A major union has accused Rio Tinto of “putting production over safety” at a Northern Territory mine.

The Australian Manufacturing Workers' Union (AMWU) and employees say Rio Tinto is “cutting corners” with safety, after production at its Gove Operations in East Arnhem Land ramped up by 35 per cent in just two years.

AMWU NT organiser Lloyd Pumpa says union members have reported a “steady decline” in safety standards at the site.

He said the union’s membership has surged from Gove Operations, including supervisory staff signing on.

“That's not very usual … they're also very concerned at the way that senior management has been pressurising them to cut corners, increase production level targets and meet target levels that they think [are] unacceptable,” he said.

A Rio Tinto employee at the mine, who has not been named, told reporters that compromises were being made on safety.

“I always worry about safety onsite,” he said.

“We've had a bad year.

“There's a pretty strong feeling that they put production over safety. Although they'll certainly tell you that they don't.”

NT Worksafe says it has received just three incident reports from the mine during the past two years.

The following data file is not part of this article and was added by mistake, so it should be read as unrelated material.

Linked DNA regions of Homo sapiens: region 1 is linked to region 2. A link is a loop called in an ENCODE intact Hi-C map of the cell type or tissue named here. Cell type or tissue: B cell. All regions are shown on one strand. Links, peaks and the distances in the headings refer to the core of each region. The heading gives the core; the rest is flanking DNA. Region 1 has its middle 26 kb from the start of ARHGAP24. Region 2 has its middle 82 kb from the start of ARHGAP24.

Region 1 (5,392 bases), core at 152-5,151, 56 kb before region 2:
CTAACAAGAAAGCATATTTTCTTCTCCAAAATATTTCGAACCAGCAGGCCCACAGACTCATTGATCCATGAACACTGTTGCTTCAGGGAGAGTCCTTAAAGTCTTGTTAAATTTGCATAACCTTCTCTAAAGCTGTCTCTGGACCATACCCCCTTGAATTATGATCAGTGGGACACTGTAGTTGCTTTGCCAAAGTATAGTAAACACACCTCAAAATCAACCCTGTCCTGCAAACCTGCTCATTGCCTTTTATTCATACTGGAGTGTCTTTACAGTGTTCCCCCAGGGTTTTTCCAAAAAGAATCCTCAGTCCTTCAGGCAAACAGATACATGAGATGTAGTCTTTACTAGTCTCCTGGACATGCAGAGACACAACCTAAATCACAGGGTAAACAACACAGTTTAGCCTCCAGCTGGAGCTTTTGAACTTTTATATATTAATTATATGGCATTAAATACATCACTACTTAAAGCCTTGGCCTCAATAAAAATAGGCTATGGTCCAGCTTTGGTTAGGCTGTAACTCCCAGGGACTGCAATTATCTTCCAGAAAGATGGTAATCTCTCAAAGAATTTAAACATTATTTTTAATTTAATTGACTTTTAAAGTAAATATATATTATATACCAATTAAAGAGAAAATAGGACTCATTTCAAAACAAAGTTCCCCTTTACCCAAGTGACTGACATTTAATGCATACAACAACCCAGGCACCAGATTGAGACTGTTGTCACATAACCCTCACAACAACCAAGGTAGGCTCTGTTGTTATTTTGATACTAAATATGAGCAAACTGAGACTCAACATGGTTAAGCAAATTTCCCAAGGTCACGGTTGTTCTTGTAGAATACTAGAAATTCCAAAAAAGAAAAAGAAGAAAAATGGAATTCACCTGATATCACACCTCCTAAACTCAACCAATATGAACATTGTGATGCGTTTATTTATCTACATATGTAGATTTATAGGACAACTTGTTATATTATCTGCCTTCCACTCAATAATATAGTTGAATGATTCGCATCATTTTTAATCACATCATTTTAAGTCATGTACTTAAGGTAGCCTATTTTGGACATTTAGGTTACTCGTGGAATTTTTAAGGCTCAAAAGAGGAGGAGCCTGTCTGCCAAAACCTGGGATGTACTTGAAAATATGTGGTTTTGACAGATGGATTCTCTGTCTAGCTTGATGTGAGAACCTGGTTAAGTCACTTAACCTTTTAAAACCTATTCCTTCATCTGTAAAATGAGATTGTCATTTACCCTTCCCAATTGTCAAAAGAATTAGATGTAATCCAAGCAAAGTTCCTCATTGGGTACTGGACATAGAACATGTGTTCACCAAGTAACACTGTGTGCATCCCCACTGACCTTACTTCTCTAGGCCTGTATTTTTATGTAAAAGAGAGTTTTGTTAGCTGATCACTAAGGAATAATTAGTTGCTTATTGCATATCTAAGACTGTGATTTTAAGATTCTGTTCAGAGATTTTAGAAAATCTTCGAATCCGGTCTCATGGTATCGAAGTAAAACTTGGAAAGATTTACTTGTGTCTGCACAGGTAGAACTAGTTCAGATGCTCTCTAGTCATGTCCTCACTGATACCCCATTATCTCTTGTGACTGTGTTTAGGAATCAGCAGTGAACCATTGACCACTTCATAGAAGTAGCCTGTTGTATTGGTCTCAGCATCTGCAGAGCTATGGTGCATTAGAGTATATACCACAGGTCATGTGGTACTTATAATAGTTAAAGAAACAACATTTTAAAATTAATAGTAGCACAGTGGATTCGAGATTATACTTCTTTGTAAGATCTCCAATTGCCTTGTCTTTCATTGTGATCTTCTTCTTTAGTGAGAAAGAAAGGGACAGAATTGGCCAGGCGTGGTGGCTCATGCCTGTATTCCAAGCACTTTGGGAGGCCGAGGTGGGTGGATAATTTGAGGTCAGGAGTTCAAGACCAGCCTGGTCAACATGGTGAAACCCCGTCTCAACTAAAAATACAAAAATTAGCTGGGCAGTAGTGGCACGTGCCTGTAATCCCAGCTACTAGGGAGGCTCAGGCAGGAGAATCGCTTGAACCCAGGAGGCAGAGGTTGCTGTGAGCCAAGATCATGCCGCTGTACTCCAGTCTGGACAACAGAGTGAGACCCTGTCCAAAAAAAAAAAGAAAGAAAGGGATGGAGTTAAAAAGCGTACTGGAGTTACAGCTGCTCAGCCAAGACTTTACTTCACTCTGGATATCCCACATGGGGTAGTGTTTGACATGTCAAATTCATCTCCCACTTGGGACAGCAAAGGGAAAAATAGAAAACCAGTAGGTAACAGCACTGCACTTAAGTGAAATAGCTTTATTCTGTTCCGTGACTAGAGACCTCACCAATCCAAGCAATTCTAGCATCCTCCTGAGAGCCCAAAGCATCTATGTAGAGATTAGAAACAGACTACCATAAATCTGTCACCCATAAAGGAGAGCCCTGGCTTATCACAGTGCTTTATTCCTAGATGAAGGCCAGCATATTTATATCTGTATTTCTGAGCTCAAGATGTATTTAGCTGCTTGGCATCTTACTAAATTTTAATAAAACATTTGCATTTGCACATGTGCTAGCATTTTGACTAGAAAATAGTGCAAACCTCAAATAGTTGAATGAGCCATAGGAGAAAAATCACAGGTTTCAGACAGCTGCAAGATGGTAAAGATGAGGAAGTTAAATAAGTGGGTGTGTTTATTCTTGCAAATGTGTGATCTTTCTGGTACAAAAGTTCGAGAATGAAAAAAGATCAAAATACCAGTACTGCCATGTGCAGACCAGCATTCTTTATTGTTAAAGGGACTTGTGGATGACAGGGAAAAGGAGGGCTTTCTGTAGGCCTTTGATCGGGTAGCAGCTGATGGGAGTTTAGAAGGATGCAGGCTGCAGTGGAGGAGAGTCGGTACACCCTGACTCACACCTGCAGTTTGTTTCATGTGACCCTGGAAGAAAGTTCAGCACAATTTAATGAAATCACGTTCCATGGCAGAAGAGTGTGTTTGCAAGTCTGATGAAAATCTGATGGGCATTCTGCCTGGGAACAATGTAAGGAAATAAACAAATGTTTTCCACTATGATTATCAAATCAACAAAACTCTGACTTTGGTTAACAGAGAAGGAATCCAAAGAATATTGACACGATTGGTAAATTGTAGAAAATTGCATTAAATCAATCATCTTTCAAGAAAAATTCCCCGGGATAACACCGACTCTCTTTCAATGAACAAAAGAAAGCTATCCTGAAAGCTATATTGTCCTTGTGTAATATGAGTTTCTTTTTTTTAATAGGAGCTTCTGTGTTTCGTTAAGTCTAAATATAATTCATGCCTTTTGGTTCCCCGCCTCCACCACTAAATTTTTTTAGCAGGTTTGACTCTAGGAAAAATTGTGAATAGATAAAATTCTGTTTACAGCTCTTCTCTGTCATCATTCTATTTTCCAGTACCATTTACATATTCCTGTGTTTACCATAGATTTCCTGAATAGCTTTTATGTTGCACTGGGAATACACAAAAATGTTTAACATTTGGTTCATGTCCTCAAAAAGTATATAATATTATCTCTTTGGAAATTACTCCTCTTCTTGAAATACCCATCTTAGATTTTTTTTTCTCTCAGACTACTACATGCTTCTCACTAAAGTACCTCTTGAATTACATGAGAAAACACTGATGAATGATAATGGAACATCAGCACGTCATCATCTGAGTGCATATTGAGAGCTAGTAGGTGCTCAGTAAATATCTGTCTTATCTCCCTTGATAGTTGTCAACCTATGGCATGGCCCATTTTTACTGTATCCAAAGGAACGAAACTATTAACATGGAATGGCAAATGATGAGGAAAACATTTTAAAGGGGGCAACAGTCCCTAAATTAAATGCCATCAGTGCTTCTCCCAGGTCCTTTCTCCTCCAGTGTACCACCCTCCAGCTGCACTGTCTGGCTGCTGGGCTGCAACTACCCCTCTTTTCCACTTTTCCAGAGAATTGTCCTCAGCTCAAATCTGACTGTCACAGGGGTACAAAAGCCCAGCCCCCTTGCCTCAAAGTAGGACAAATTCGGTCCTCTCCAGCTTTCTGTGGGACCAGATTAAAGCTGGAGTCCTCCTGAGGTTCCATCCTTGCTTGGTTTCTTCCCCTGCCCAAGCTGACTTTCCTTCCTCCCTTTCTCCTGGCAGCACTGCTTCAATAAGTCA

“Rio Tinto has a rigorous process in place to investigate any incidents that occur across its operations and has implemented the critical lessons learnt from this incident,” Rio Tinto said.

The company says it takes “any issues raised regarding the health and safety of our personnel seriously”.

“Gove Operations has rigorous processes in place to manage health and safety and investigate and learn from any incidents that occur across its operations,” it said.

During visits by union reps in recent weeks, Mr Pumpa said Rio Tinto workers reported feeling “overarching … un-confidence in senior management in the way that they are pursuing these goals”.

“We understand that people have to pursue targets and make the business profitable … [but] let's just bring it back a little bit and ensure that the safety levels are maintained,” he said.

The Gove refinery was the site of fatal accidents in 2014 and 2007.

Rio Tinto is maintaining it silence over the snap departure of an executive from its East Arnhem Land operations last week, which some suspected was related to safety issues.

The resignation of Linda Murry, former general manager of the Northern Territory's Gove Operations, emerged in a two-line statement from the company.

“Rio Tinto confirms that Linda Murry has resigned from her position,” it said.

“Troy McNamara will act in the role until a permanent replacement is identified.”